For the first hundred years of its existence the College consisted of just one quadrangle. The only building to extend beyond it was the fifteenth century kitchen, which had been inherited from Brasenose Hall. The Tower was a much more imposing structure than it seems today, as it had only two storied buildings surrounding it, and a tangle of tenements and gardens where the Radcliffe Camera now stands. By the seventeenth century the College was running out of space, and the solution was to build a third storey, which seems to have been started in about 1614 and took some 20 years to complete.
The Library and Chapel were built between 1655 and 1666. The further extension of the College to the High Street was planned for over 150 years before it actually happened. In 1770-1771 a house on the High Street was adapted to make a new Lodging for the Principal, but no further work was undertaken to improve the ‘unseemly squalor’ (Walter Pater's words) which lay between the Chapel and the High Street. The College finally took the plunge between 1880 and 1886, when a block designed by T.G. (later Sir Thomas) Jackson swept away a muddle of shops, cottages and miscellaneous back premises.
The old Principal's house was demolished between 1887 and 1889, and a new one constructed on the site, together with a set of undergraduates' rooms and the High Street Tower. There then followed a twenty year period during which the College had only half a High Street front, for the financial situation did not allow the risk of further building. It was not until 1909-1911 that Jackson was able to complete the building he had designed thirty years before.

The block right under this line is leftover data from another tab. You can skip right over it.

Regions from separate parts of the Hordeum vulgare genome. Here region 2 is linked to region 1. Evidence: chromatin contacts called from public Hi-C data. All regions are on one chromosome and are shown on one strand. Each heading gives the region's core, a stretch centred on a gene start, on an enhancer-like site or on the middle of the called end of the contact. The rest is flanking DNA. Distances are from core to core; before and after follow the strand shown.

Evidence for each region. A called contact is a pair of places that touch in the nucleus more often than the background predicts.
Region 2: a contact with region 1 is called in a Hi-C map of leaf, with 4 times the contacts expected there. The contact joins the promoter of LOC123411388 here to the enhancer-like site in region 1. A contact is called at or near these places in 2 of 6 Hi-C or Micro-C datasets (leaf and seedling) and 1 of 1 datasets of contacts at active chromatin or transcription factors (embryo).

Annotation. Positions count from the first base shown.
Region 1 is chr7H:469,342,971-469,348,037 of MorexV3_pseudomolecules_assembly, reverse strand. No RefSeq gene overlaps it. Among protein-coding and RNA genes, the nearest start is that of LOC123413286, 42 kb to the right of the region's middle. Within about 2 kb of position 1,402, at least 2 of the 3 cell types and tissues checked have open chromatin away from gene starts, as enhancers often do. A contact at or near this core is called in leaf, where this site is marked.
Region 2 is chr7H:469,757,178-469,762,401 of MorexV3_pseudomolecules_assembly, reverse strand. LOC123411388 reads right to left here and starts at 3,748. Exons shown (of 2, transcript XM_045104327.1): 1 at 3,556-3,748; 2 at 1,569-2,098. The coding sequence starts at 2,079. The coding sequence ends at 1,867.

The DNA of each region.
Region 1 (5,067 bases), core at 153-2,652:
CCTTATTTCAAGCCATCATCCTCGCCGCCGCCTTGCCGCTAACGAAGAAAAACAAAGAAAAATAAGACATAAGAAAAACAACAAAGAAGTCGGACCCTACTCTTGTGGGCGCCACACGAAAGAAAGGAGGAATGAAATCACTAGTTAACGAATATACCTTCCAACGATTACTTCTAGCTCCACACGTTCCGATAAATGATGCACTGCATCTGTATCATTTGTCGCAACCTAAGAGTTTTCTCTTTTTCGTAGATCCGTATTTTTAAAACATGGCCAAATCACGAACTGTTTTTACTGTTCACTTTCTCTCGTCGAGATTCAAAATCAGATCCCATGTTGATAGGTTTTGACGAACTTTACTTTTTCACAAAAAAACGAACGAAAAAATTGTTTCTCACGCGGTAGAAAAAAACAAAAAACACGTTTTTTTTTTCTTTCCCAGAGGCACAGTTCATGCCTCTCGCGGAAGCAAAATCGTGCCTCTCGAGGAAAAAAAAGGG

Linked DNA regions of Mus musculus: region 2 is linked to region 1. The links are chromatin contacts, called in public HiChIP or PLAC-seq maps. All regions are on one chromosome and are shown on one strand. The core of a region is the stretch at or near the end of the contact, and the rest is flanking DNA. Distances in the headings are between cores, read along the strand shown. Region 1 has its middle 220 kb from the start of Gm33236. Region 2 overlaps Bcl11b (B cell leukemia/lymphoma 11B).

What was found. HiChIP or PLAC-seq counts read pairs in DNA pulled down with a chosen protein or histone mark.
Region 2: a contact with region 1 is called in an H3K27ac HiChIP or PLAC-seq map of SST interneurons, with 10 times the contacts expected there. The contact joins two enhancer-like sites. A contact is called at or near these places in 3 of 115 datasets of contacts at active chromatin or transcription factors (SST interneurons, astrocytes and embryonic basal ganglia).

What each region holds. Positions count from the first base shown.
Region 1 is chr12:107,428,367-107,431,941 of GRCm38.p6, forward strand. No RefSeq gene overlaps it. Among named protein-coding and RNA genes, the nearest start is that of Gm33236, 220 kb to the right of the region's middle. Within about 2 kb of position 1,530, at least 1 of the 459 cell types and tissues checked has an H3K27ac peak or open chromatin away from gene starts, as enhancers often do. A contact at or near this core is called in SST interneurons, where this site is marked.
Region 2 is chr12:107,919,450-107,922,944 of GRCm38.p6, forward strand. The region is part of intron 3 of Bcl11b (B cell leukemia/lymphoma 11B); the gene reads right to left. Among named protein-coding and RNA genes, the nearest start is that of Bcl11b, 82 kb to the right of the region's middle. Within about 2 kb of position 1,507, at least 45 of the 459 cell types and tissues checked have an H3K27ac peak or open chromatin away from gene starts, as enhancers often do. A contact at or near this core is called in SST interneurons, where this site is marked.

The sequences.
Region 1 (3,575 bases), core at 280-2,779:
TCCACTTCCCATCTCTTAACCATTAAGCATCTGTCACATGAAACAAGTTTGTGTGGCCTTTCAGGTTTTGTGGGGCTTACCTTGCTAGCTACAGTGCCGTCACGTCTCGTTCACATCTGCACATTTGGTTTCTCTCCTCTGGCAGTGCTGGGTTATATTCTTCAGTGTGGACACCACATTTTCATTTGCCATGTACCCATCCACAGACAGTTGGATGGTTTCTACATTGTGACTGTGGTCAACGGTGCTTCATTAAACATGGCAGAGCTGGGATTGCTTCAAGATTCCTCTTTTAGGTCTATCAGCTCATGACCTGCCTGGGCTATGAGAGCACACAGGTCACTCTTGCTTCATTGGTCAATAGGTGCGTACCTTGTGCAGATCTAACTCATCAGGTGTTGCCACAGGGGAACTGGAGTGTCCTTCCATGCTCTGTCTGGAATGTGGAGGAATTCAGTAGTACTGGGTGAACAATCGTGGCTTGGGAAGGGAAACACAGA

During the twentieth century the numbers of students continued to rise, partly as a result of population growth and partly because higher education was no longer seen as the prerogative of the few. As more and more accommodation was needed commercial leases were terminated in favour of student use. In the 1940s Frewin Hall in New Inn Hall Street was used by students for the first time. Owned by the College since 1580, Frewin’s most famous previous occupant was Edward VII, who occupied the house as Prince of Wales when he was an undergraduate in 1859-1860.
By 1959 every staircase except one was equipped with toilets and bathrooms or showers, and at last it was possible to demolish the old bathhouses. A small block of single study bedrooms was built in 1959-1960, designed by Powell and Moya and greatly acclaimed in its day. A building for graduates in St. Cross Road was completed in 1995.